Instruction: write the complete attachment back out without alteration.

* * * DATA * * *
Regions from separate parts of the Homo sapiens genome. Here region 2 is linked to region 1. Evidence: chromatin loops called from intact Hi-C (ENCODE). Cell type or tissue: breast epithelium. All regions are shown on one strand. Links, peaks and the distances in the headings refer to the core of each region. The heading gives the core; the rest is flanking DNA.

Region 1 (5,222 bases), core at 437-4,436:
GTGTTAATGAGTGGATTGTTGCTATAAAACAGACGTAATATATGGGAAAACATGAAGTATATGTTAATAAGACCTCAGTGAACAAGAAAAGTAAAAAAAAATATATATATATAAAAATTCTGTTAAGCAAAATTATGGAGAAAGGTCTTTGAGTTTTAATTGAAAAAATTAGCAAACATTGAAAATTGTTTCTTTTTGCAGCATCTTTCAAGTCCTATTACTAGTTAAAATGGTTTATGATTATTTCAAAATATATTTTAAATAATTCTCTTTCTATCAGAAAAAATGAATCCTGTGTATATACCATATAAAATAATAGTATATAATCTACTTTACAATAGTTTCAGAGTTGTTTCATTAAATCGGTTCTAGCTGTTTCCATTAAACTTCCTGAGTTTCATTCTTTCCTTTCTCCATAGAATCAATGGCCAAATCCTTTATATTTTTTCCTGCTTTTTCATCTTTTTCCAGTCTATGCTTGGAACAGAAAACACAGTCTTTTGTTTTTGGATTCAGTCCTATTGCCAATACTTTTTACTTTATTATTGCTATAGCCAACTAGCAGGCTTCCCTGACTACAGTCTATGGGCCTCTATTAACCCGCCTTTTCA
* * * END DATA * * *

Regions from separate parts of the Homo sapiens genome. Here region 2 is linked to region 1. Evidence: chromatin loops called from intact Hi-C (ENCODE). Cell type or tissue: breast epithelium. All regions are shown on one strand. Links, peaks and the distances in the headings refer to the core of each region. The heading gives the core; the rest is flanking DNA.

Region 1 (5,222 bases), core at 437-4,436:
GTGTTAATGAGTGGATTGTTGCTATAAAACAGACGTAATATATGGGAAAACATGAAGTATATGTTAATAAGACCTCAGTGAACAAGAAAAGTAAAAAAAAATATATATATATAAAAATTCTGTTAAGCAAAATTATGGAGAAAGGTCTTTGAGTTTTAATTGAAAAAATTAGCAAACATTGAAAATTGTTTCTTTTTGCAGCATCTTTCAAGTCCTATTACTAGTTAAAATGGTTTATGATTATTTCAAAATATATTTTAAATAATTCTCTTTCTATCAGAAAAAATGAATCCTGTGTATATACCATATAAAATAATAGTATATAATCTACTTTACAATAGTTTCAGAGTTGTTTCATTAAATCGGTTCTAGCTGTTTCCATTAAACTTCCTGAGTTTCATTCTTTCCTTTCTCCATAGAATCAATGGCCAAATCCTTTATATTTTTTCCTGCTTTTTCATCTTTTTCCAGTCTATGCTTGGAACAGAAAACACAGTCTTTTGTTTTTGGATTCAGTCCTATTGCCAATACTTTTTACTTTATTATTGCTATAGCCAACTAGCAGGCTTCCCTGACTACAGTCTATGGGCCTCTATTAACCCGCCTTTTCA